Aug. 23, 2009 Using a novel robot-assisted endoscopic technique, a team of surgeons at Yonsei University College of Medicine in Seoul, Korea, has successfully treated 200 consecutive patients with thyroid cancer. The minimally invasive operation, which has several technical and cosmetic benefits that the traditional open operation does not offer, is described in the August issue of the Journal of the American College of Surgeons.
According to the National Cancer Institute, more than 37,000 people are diagnosed with thyroid cancer each year in the United States. Surgical removal of all or part of the thyroid gland – the most common treatment for thyroid cancer – typically requires a three- to five-inch incision across the front of the neck. Although robot-assisted endoscopic operations have been adopted in the surgical treatment of various cancers, the incorporation of these techniques has been delayed in head and neck surgery due to the narrow, deep anatomical space and delicate nerves and blood vessels in these areas.
The use of robots provides surgeons with a three-dimensional view and enhanced magnification of the anatomy, as well as the ability to filter unintentional movements of human hands, enabling a safer and easier operation that preserves structures surrounding the target organ.
"This innovative robot-assisted technique for thyroid surgery represents an exciting new treatment option for patients with thyroid cancer," said Woong Youn Chung, MD, PhD, Yonsei University College of Medicine in Seoul. "Not only does it offer good clinical outcomes, but it also spares patients from the large, visible scar that results from traditional open surgery."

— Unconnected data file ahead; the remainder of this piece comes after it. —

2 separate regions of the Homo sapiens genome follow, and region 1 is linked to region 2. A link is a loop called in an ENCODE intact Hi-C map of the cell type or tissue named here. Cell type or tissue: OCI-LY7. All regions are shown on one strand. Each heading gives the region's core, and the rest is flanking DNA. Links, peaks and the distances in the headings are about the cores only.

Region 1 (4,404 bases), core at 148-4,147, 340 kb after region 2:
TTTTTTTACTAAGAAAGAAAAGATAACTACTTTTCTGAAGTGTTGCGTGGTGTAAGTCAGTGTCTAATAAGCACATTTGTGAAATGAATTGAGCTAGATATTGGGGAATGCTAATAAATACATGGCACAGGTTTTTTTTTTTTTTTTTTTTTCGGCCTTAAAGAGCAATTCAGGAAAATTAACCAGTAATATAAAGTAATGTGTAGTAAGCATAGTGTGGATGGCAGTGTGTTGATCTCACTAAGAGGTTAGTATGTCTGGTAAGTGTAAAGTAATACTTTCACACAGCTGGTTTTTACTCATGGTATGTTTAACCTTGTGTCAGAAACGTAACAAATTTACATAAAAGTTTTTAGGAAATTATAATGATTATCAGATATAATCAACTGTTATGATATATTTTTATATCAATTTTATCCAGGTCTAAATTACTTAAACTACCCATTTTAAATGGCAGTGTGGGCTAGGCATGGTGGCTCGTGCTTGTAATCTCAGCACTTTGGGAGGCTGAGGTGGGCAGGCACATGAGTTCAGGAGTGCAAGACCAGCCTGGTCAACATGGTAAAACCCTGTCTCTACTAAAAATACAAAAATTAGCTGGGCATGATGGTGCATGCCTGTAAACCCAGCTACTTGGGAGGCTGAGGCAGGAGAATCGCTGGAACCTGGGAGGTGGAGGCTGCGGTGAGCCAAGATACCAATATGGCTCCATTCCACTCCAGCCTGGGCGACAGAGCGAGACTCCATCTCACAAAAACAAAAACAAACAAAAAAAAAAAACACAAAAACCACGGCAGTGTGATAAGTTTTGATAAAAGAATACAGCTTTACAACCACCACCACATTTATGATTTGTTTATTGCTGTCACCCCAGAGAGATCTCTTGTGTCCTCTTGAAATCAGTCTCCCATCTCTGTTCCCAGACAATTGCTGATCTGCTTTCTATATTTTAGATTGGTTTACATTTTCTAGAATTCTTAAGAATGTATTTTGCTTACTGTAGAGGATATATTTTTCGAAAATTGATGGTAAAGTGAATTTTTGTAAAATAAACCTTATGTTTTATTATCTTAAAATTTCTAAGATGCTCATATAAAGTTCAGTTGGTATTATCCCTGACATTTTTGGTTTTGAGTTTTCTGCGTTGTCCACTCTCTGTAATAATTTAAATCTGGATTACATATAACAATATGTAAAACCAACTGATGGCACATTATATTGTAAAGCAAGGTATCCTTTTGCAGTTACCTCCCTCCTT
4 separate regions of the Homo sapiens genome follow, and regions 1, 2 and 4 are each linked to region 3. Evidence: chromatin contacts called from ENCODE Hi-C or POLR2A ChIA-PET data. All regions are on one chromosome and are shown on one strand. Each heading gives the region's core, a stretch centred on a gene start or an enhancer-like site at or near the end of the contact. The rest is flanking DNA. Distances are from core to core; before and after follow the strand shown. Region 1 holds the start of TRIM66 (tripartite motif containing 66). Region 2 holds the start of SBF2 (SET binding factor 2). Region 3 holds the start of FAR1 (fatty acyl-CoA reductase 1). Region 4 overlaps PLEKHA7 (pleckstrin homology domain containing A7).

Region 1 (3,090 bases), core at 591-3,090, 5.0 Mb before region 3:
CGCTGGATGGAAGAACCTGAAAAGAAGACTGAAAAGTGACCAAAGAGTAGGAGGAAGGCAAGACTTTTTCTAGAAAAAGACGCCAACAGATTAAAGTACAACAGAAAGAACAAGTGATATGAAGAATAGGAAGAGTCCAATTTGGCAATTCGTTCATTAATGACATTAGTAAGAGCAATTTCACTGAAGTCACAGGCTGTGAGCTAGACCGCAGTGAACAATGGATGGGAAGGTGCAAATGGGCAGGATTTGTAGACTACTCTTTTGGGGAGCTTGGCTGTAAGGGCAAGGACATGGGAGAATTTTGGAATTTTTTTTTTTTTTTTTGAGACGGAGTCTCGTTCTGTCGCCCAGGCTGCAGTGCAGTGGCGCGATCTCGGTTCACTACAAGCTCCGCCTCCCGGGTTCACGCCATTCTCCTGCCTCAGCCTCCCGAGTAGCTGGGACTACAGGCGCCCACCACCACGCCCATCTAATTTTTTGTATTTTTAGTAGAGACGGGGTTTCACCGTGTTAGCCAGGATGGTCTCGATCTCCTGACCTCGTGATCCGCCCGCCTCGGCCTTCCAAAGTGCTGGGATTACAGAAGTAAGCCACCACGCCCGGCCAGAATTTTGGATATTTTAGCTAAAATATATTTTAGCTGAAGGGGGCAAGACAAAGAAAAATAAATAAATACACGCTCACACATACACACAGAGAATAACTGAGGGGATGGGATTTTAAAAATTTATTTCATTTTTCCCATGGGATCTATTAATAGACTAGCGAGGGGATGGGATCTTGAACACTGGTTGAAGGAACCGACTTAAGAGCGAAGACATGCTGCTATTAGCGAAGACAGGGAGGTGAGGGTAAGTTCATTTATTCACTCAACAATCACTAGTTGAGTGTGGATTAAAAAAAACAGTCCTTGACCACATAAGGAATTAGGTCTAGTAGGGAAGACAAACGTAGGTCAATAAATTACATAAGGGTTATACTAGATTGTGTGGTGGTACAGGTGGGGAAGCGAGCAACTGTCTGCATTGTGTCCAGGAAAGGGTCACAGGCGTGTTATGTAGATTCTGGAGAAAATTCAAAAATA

Over a 10-month period, a surgical team at Yonsei University College of Medicine operated on 200 patients (mean age 40.3 ± 9.5 years) with thyroid cancer by robot-assisted endoscopic thyroidectomy using a novel transaxillary approach. All patients had well-differentiated, local thyroid tumors of at least two centimeters. Using the da Vinci® Surgical System (Intuitive Surgical), a surgeon removed all or part of the thyroid gland by making an incision under the patient's right arm (in the patient's lesion-side axilla), eliminating the need for a neck incision.
After the operation, all patients underwent neck ultrasonography and serum thyroglobulin tests at three- and six-month intervals. Of the 45 patients who had a bilateral total thyroidectomy, 38 received radioactive iodine (RAI) therapy between four and six weeks postoperatively and a body scan two days later to investigate possible abnormal radiation uptake. Seven low-risk patients did not undergo RAI.
In this study, postoperative complications included transient low calcium levels (hypocalcemia) in 12 patients (26.7 percent), transient hoarseness in 8 patients (4 percent) and permanent nerve paralysis in one patient (0.5 percent). Serum parathyroid hormone levels were slightly reduced during the immediate postoperative period but normalized within one month of the operation.
In the patients who underwent bilateral total thyroidectomy, serum thyroglobulin was less than one nanogram per milliliter in 42 patients (93.3 percent). No tumor recurrence was observed by neck ultrasonography at 10 and 18 months postoperatively, and no patient was found to have abnormal radiation uptake.
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